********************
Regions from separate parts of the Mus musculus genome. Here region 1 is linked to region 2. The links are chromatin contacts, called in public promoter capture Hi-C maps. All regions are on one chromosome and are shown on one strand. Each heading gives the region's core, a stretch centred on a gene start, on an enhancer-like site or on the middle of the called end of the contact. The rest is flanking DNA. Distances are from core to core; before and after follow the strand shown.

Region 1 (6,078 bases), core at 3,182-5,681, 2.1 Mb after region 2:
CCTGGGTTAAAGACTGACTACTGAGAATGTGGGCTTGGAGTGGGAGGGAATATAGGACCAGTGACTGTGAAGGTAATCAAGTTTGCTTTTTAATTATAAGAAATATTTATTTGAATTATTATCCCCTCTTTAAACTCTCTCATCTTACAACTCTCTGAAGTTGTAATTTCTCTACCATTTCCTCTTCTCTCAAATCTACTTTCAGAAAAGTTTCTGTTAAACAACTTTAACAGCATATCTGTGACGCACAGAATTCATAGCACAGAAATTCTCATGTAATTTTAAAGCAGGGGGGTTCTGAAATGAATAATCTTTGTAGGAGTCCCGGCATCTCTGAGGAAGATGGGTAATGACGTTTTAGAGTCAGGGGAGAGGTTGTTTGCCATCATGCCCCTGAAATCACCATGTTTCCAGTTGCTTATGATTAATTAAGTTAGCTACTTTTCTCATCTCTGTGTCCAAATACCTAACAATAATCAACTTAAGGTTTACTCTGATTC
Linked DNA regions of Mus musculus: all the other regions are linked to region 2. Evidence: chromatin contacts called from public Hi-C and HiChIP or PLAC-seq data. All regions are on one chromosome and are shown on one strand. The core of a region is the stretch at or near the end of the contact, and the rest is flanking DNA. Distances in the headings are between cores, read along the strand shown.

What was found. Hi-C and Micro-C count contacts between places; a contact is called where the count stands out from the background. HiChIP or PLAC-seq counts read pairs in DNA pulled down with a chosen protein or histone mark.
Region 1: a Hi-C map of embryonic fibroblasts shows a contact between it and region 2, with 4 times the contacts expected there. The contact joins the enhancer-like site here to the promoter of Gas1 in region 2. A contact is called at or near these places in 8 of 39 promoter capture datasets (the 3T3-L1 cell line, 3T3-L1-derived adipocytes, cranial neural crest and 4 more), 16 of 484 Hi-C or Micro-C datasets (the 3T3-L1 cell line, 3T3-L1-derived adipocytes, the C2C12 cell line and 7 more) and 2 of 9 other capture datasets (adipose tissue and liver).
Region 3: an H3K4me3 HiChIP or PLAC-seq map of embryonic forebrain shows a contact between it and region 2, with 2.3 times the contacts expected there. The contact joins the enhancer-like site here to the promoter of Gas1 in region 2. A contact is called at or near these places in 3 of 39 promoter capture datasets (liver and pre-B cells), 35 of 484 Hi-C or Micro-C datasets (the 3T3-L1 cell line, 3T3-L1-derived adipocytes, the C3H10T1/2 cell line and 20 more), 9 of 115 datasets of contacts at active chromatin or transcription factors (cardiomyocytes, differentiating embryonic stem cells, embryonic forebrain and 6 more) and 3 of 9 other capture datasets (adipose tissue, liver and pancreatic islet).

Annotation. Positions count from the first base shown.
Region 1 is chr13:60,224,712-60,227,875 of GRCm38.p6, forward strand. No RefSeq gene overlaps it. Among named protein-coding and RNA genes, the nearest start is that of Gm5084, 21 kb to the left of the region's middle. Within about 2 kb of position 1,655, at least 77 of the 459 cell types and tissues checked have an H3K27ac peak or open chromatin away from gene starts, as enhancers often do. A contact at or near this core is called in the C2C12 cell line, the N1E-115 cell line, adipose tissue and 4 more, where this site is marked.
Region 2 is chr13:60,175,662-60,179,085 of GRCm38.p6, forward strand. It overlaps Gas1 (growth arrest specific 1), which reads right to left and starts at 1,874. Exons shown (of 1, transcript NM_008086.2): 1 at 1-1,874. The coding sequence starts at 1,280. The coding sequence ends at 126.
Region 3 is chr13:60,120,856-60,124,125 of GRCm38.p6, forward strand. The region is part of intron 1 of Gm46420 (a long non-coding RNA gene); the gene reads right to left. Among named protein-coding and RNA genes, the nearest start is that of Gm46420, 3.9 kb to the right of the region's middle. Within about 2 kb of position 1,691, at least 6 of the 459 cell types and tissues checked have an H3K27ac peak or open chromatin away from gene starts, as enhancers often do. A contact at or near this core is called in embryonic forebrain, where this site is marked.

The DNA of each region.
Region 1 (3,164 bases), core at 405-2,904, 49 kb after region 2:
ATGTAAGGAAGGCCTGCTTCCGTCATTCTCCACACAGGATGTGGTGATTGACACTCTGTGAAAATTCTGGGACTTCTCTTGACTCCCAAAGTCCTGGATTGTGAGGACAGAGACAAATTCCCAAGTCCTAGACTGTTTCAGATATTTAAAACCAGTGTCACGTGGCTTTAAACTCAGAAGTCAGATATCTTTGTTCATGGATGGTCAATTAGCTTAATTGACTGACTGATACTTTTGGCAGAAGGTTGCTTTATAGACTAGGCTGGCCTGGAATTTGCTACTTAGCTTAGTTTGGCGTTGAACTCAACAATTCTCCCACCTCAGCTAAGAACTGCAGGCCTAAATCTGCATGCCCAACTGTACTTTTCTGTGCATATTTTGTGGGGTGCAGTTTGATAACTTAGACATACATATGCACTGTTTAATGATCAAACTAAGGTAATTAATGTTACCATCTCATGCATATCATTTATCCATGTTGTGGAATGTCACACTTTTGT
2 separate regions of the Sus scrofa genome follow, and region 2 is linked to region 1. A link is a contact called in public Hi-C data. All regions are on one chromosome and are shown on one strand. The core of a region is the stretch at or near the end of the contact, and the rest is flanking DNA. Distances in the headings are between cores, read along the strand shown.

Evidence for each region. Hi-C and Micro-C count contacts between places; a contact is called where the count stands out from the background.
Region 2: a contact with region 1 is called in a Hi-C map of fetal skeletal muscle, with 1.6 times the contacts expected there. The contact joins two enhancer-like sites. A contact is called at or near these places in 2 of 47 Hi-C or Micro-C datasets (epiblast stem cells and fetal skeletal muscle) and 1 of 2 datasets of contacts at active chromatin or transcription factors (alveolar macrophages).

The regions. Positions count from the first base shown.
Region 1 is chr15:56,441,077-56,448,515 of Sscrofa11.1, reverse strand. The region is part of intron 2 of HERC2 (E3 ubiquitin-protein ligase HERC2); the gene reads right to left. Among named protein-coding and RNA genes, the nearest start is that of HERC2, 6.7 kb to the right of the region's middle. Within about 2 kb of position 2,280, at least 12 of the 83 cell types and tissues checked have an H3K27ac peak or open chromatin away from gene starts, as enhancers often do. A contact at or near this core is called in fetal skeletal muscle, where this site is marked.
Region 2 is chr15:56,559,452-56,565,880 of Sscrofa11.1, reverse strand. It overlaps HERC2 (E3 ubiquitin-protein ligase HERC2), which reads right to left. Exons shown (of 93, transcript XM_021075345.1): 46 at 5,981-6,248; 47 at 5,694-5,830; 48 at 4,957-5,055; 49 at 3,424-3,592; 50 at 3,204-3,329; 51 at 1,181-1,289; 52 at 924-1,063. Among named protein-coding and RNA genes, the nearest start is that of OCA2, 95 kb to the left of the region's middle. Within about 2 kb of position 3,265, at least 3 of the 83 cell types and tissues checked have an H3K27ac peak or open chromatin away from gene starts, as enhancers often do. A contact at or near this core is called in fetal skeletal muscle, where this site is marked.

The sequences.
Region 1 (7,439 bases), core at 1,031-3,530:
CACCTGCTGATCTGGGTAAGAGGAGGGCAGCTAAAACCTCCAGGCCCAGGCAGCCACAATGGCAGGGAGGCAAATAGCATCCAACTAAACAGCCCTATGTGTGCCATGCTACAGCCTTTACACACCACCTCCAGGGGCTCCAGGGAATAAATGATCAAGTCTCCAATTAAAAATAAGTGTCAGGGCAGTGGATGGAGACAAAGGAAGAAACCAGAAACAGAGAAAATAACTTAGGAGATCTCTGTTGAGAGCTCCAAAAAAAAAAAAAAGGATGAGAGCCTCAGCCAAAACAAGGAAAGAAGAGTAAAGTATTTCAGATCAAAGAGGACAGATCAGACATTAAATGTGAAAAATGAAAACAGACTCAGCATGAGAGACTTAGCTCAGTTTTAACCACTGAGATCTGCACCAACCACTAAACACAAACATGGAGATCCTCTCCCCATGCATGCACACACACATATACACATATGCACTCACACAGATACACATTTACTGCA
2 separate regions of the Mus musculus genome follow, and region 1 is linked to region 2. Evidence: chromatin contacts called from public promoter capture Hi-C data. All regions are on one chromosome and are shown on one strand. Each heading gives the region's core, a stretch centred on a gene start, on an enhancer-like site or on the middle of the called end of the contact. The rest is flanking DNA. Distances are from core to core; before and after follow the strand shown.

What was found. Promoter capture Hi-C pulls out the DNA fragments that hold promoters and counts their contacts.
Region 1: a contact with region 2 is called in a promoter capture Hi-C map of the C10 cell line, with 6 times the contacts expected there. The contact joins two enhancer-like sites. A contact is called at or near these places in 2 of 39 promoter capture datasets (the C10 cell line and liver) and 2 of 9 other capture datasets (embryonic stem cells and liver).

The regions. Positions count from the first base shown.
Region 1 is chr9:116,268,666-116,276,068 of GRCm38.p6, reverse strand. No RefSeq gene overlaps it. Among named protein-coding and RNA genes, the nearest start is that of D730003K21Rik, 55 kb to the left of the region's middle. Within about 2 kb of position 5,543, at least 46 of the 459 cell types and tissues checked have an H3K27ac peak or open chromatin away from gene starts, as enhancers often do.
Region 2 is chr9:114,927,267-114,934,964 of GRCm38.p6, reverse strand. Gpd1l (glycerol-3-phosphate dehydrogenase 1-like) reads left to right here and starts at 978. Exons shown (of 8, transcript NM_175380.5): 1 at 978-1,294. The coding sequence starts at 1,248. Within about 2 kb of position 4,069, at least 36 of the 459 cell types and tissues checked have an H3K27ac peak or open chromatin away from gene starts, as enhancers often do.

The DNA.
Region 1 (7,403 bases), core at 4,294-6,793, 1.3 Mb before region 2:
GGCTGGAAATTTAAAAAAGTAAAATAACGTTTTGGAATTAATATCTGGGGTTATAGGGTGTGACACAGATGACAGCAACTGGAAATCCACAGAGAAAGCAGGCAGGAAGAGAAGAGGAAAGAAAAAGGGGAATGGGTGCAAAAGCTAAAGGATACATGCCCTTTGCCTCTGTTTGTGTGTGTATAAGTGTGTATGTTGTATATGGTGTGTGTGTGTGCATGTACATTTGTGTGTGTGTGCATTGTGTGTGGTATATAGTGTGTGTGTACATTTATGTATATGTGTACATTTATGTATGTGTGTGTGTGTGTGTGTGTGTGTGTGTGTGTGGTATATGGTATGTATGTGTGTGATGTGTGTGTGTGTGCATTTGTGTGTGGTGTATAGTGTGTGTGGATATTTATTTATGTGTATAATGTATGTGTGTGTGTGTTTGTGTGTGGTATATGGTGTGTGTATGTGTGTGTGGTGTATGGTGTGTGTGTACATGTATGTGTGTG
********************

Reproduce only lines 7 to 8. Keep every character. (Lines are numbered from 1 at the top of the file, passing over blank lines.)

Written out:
Region 3: an H3K4me3 HiChIP or PLAC-seq map of embryonic forebrain shows a contact between it and region 2, with 2.3 times the contacts expected there. The contact joins the enhancer-like site here to the promoter of Gas1 in region 2. A contact is called at or near these places in 3 of 39 promoter capture datasets (liver and pre-B cells), 35 of 484 Hi-C or Micro-C datasets (the 3T3-L1 cell line, 3T3-L1-derived adipocytes, the C3H10T1/2 cell line and 20 more), 9 of 115 datasets of contacts at active chromatin or transcription factors (cardiomyocytes, differentiating embryonic stem cells, embryonic forebrain and 6 more) and 3 of 9 other capture datasets (adipose tissue, liver and pancreatic islet).

Annotation. Positions count from the first base shown.